Bulgaria: Final touches before Schengen
10 April 2012
The European Commission has postponed Bulgaria’s accession to the free movement area due to lack of progress in the fight against corruption and organised crime. Though Sofia boasts of having fulfilled all the conditions, an investigation by Trud reveals otherwise.
“A thin coat of paint is all that still separates us from Schengen”, our Prime Minister said one year ago. When an Austrian journalist then asked him if Bulgaria, considered the most corrupt and crime-ridden country in the whole European Union (EU ), truly was ready,
Boyko Borisov got angry. “Our border is guarded better than those in many other EU countries”, he replied, upset. There were only “a few things” to do, he explained, before all the requirements would be met, like “giving an administrative building a new coat of paint” – a reference to the reception centre for illegal immigrants at the Turkish border.
The centre has now been repainted and is ready to open, but the decision on Bulgaria’s entry into the Schengen area has been postponed yet again, until September this time.
Meanwhile, there is widespread recognition, including from the European Commission, that Bulgaria has met the “technical” conditions for membership. That means information systems, software, the training of border guards, surveillance tools – everything that the Ministry of the Interior is responsible for is in place.
No water at the border post
But when it comes to the other aspects of joining the Schengen area – infrastructure and renovation of border posts, in particular – the work is far from being done. In fact, it’s just beginning, as became evident from the Trud investigation.
At Vrachka Tchuka and Bregovo, for example, the two border crossings with Serbia in the north-west, the renovations amounted to about 500,000 levas [approximately 257,000 euros]. When we arrive in Vrachka, the officials tell us they have no water.
A pipeline has broken down, which apparently happens very often around here. As well, one of the electrical installations is obsolete, sanitary facilities are in poor condition and parts of the entry-exit gates are dismantled. “We still have a lot to do,” admitted the governor, Tzvetan Videnov.
The asphalt has to be poured, all the signage redone, and, last but not least, a new lane canopy must be built – as evidenced by the gaping trenches apparently dug for its future foundations. In Bregovo the situation is the same. There, however, the work has not even begun. “It will be done by this summer!” the chief declares.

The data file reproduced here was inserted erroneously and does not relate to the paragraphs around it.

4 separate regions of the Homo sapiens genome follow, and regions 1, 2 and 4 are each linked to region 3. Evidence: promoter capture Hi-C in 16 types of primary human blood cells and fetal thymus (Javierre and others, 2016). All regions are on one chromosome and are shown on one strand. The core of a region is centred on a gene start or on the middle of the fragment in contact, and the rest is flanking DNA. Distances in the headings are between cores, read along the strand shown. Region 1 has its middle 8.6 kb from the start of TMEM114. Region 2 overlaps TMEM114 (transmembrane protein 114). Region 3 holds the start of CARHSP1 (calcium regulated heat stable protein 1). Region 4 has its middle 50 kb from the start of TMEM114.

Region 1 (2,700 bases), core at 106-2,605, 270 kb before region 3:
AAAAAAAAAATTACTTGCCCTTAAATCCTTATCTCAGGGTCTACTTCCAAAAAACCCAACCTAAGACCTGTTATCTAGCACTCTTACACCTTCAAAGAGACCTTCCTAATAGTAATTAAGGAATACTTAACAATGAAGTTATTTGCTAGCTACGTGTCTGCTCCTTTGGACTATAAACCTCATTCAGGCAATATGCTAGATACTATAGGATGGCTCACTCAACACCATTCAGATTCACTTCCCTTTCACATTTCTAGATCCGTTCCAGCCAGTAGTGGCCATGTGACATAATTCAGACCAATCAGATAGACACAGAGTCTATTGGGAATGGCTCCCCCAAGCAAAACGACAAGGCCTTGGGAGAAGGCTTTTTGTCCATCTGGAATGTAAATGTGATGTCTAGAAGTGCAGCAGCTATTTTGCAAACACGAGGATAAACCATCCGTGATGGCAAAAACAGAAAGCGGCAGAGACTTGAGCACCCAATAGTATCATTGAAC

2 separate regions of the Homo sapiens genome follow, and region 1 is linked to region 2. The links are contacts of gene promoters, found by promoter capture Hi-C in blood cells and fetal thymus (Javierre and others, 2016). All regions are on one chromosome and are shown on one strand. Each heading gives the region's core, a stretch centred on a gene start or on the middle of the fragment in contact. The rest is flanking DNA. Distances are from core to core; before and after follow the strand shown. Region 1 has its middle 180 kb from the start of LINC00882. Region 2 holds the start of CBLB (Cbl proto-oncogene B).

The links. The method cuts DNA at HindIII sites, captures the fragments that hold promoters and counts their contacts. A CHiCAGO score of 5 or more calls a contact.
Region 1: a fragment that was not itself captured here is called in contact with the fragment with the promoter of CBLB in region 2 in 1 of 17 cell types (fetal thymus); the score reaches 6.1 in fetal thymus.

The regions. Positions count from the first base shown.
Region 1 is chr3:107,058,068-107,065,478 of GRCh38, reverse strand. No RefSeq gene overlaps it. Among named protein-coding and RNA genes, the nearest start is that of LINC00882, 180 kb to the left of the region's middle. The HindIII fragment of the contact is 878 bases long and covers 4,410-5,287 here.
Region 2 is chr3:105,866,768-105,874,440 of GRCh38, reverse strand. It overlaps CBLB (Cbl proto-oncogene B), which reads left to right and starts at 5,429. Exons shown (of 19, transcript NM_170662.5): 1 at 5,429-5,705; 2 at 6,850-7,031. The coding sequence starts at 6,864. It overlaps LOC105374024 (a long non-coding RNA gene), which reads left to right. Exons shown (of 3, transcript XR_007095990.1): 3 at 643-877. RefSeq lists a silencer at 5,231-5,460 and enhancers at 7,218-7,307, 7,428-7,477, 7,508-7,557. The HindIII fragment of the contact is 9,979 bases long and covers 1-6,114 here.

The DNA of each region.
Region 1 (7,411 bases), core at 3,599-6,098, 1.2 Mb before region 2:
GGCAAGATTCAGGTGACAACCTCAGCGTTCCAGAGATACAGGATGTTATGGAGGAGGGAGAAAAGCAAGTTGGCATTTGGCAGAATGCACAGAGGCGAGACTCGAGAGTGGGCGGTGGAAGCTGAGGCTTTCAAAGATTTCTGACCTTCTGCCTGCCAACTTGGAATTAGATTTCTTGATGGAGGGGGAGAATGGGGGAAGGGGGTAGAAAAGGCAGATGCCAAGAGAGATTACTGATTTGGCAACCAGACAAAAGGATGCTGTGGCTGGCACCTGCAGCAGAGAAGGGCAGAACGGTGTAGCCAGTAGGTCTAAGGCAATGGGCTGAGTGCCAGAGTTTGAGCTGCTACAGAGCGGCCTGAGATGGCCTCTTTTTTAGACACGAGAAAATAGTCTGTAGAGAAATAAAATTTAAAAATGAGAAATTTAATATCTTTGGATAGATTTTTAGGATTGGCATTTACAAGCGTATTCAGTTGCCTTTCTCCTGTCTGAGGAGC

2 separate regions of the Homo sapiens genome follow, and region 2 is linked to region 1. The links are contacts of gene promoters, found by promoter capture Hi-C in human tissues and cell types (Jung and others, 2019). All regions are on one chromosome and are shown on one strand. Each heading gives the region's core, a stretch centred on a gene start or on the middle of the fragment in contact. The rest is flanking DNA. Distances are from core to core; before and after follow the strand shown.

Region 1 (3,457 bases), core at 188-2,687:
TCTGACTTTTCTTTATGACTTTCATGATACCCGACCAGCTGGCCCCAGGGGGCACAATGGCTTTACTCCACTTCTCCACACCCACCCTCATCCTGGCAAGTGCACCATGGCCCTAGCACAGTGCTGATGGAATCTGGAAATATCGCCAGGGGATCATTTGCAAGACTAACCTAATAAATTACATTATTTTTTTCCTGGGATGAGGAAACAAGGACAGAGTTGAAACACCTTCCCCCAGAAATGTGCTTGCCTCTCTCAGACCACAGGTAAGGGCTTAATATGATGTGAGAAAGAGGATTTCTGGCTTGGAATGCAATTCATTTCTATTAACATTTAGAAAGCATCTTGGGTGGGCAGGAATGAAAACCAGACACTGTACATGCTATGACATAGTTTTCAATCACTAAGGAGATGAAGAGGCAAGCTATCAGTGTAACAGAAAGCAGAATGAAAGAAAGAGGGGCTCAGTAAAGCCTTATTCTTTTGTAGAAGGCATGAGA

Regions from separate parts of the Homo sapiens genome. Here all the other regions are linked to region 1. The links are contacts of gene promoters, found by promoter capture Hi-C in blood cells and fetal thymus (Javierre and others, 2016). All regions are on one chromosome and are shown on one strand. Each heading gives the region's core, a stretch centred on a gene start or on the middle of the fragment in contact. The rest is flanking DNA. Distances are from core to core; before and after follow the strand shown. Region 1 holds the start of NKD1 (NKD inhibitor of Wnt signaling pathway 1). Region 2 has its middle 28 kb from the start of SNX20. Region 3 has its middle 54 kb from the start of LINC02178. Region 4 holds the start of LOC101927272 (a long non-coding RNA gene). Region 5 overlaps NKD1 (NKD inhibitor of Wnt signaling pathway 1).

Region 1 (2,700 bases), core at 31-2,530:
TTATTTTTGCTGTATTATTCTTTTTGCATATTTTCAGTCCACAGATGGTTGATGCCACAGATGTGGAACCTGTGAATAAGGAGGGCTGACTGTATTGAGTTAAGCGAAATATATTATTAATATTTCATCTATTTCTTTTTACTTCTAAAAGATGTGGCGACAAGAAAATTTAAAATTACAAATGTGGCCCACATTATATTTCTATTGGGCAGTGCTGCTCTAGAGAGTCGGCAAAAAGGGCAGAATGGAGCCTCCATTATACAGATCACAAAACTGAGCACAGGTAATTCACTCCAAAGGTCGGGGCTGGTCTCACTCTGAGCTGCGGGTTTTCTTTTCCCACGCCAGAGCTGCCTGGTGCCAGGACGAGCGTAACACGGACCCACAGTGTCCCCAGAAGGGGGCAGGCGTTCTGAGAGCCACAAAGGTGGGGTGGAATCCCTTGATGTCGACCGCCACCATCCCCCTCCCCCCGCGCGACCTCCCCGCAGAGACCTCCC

Very expensive building work
The frontier post of Malko Tarnovo on the Turkish border opened on May 16, 1970. Since then, it has been largely left alone. Everything dates back to that era: the furniture, the wallpaper, the paint. Similarly, the main crossing point with Turkey, Kapitan Andreevo, is also in need of some touch-ups.
The former duty-free goods shop, since transformed into a warehouse, is eventually to house the offices of the new Contact Centre between Bulgaria, Turkey and Greece that should handle crises, such as floods or massive influxes of migrants. The reconstruction is scheduled to start next September at an estimated cost of half a million levas [approximately 257,000 euros].
At the other end of Bulgaria, at Dunav Most, the main border crossing with Romania on the Danube Bridge also hopes to benefit from more resources. Bulgarian officials are most worried by what will happen during the wait to carry out renovations on the Romanian side of the river. “We’re bound to end up with huge traffic jams and endless columns of trucks,” fears Vesko Marinov, deputy governor of the Bulgarian district of Ruse.
With Schengen looming, this entire frontier post must be redesigned to meet the requirements of the single border control between EU member countries. The facilities have become obsolete, while new construction is becoming urgent. The work here is estimated at five million levas, by far the biggest sum spent to benefit from the “Member of the Schengen Area” badge.